This weekend marks the start of hiking season in Vermont. And we are excited! Hiking is one of the state’s top summer tourism draws and GMC estimates about 200,000 people visit the Long Trail system each year. As official protectors and maintainers of the Long Trail, we provide numerous hiking guides and maps that are available to all hikers. GMC’s Visitor Center is also open 7 days a week from 9:00am to 5:00pm to answer any questions you may have about hiking on the Long Trail and its side trails, the Appalachian Trail in Vermont, and trails in the Northeast Kingdom. Our expert staff would love a visit from you at our Visitor Center in Waterbury Center and to help you plan a hike.
New this hiking season, the mile-long Long Trail relocation in Smuggler’s Notch is open, featuring an accessible boardwalk, new parking area, and relocated trail that passes right by the historic Barnes Camp Visitor Center, open on weekends through the summer and staffed by dedicated volunteers. The Long Trail north and south of Smuggler’s Notch is accessed from the Barnes Camp parking lot, with hiker parking across the street at Stowe. Follow the boardwalk to take the Long Trail south, or walk over the bridge behind Barnes Camp and up the stairs to take the Long Trail north. The former parking area on Route 108 no longer accesses the trail. If you are hiking up Mount Mansfield on the Long Trail from Route 108, still park at Stowe and take the boardwalk south from Barnes Camp. All GMC maps are up to date.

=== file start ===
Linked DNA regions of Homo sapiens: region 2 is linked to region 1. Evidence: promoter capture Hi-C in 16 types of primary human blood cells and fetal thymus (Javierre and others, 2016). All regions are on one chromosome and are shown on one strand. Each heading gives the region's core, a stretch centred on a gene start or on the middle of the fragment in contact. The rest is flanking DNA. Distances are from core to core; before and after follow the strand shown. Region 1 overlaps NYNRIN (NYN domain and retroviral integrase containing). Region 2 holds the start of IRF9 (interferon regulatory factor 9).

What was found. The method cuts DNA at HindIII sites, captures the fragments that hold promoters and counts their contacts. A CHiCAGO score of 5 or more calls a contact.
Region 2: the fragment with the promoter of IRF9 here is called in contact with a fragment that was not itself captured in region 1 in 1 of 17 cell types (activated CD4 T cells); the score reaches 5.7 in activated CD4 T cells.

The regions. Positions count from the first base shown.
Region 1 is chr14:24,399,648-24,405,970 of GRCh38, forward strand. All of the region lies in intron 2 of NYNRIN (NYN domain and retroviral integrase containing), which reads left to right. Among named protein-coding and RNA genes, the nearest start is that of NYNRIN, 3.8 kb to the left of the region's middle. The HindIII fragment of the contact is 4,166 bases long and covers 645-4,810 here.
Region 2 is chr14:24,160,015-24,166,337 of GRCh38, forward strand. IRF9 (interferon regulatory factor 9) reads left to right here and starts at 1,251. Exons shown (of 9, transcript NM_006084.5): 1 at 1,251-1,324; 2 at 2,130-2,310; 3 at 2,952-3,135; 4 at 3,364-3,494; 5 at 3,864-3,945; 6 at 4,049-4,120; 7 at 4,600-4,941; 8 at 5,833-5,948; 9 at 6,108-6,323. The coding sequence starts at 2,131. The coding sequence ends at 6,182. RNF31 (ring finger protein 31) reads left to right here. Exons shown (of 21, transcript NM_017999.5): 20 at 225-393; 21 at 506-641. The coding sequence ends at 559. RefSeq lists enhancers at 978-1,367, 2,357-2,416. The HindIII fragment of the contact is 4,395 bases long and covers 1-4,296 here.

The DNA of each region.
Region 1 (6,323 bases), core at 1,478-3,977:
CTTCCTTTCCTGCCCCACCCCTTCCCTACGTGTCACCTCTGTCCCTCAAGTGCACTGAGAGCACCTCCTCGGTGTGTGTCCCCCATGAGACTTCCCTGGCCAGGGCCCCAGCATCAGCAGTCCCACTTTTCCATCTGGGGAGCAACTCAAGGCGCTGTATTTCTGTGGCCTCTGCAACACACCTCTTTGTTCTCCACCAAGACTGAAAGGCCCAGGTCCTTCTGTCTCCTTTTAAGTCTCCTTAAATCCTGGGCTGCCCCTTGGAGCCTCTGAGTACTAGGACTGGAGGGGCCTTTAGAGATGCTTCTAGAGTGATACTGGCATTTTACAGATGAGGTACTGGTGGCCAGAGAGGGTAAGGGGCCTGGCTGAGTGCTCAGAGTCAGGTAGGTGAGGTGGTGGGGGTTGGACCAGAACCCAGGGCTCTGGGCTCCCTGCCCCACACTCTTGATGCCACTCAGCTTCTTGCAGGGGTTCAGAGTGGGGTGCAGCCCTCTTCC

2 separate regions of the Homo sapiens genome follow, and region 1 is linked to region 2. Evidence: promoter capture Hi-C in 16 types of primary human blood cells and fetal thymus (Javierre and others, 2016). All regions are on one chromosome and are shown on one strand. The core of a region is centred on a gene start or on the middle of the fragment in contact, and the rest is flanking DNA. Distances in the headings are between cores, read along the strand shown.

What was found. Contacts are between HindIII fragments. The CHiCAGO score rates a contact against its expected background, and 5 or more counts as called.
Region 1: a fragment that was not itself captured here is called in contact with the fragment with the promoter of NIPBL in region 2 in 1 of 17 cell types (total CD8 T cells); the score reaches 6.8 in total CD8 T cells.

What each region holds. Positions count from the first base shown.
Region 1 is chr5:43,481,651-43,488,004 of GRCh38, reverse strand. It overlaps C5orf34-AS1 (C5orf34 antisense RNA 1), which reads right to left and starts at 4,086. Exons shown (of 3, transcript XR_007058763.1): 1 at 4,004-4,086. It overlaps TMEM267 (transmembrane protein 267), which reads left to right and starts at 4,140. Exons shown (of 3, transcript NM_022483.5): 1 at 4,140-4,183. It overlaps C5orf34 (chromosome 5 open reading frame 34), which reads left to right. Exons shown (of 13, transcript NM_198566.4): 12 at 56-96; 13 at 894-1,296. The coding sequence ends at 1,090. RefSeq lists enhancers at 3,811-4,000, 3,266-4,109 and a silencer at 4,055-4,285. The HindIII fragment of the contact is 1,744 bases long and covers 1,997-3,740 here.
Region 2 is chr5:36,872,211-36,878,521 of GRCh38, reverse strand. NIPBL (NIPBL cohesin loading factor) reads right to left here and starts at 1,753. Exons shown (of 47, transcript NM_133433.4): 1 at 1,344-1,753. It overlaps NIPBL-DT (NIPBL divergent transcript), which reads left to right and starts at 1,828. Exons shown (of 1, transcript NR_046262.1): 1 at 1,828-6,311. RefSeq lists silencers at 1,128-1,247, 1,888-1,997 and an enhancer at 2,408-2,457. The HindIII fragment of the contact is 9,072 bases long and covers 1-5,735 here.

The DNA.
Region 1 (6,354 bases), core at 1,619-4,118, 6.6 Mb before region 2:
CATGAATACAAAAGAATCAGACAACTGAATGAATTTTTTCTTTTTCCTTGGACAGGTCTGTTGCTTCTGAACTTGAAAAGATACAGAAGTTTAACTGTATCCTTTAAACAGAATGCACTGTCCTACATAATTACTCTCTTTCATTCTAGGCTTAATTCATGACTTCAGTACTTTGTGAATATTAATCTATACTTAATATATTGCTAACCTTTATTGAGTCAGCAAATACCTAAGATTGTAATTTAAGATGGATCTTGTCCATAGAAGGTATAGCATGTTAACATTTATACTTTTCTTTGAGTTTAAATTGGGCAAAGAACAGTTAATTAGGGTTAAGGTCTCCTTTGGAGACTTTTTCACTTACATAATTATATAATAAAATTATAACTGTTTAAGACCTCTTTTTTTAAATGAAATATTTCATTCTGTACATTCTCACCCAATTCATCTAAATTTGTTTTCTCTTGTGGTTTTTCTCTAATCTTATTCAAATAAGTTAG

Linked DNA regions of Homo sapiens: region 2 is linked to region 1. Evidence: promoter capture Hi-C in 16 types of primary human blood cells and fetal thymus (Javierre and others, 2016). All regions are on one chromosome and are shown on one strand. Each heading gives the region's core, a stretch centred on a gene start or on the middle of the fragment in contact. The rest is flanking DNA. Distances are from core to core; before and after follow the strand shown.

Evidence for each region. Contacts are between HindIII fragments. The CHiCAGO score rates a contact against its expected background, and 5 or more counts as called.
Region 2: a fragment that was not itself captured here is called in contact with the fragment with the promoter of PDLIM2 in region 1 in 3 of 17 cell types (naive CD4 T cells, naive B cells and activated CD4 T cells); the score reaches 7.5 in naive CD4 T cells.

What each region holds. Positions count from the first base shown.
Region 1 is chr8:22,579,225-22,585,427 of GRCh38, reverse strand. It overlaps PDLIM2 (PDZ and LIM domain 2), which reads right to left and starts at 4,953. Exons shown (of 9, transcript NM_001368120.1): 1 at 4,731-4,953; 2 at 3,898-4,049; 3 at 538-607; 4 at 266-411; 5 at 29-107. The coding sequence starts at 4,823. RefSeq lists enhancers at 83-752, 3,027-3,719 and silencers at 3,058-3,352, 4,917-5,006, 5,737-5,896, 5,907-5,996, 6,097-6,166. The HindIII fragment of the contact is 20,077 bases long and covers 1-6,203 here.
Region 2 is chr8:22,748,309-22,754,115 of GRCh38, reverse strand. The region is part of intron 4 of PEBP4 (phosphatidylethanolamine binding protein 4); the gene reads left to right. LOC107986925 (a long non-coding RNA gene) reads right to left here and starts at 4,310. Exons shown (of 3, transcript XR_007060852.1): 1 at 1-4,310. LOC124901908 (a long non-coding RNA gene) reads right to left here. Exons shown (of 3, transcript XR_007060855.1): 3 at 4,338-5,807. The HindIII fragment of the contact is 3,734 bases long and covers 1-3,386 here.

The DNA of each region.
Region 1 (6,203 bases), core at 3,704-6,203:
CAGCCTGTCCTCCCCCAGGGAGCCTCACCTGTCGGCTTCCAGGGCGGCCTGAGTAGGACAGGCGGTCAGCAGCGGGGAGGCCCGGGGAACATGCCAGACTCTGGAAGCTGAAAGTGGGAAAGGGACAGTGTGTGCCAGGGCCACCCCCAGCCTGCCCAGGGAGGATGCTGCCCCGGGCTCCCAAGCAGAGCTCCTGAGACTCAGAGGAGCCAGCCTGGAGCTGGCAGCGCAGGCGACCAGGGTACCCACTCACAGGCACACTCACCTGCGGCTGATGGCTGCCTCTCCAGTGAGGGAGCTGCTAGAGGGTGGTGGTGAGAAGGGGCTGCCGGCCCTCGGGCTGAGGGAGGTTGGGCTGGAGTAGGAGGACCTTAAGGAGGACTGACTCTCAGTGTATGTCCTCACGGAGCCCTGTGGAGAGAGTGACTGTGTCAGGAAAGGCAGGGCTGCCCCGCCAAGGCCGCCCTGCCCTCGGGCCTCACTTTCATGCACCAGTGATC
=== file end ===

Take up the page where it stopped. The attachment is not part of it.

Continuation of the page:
From its rocky summits to gentle valleys, Vermont is home to hundreds of miles of hiking opportunities. This is a great time of year to get outside and enjoy a favorite hike or explore a new trail. Higher elevations may still have snow and muddy conditions, so please be prepared to walk through puddles and mud to avoid damaging the surrounding vegetation.
- Here are a few tips for early season hikers:
- Plan ahead and let someone know where you will be hiking.
- Carry a map and know which trailhead you need to return to.
- Bring a warm extra layer as mountain tops are chilly year-round and Vermont’s weather can quickly change.
- Stay hydrated and bring food for long hikes.
- Bring rain gear; even an emergency poncho or garbage bag will help in a pinch.
- Carry out what you carry in and help protect Vermont’s special places.
Our volunteers have been working diligently to clear the trails of winter debris, coinciding nicely with our spring weather and the melting of our mountain snows. We have about forty seasonal employees including caretakers at high-use sites and fragile alpine summits, a professional trail crew, and a construction crew who will work to improve or rebuild shelters and other trail infrastructure.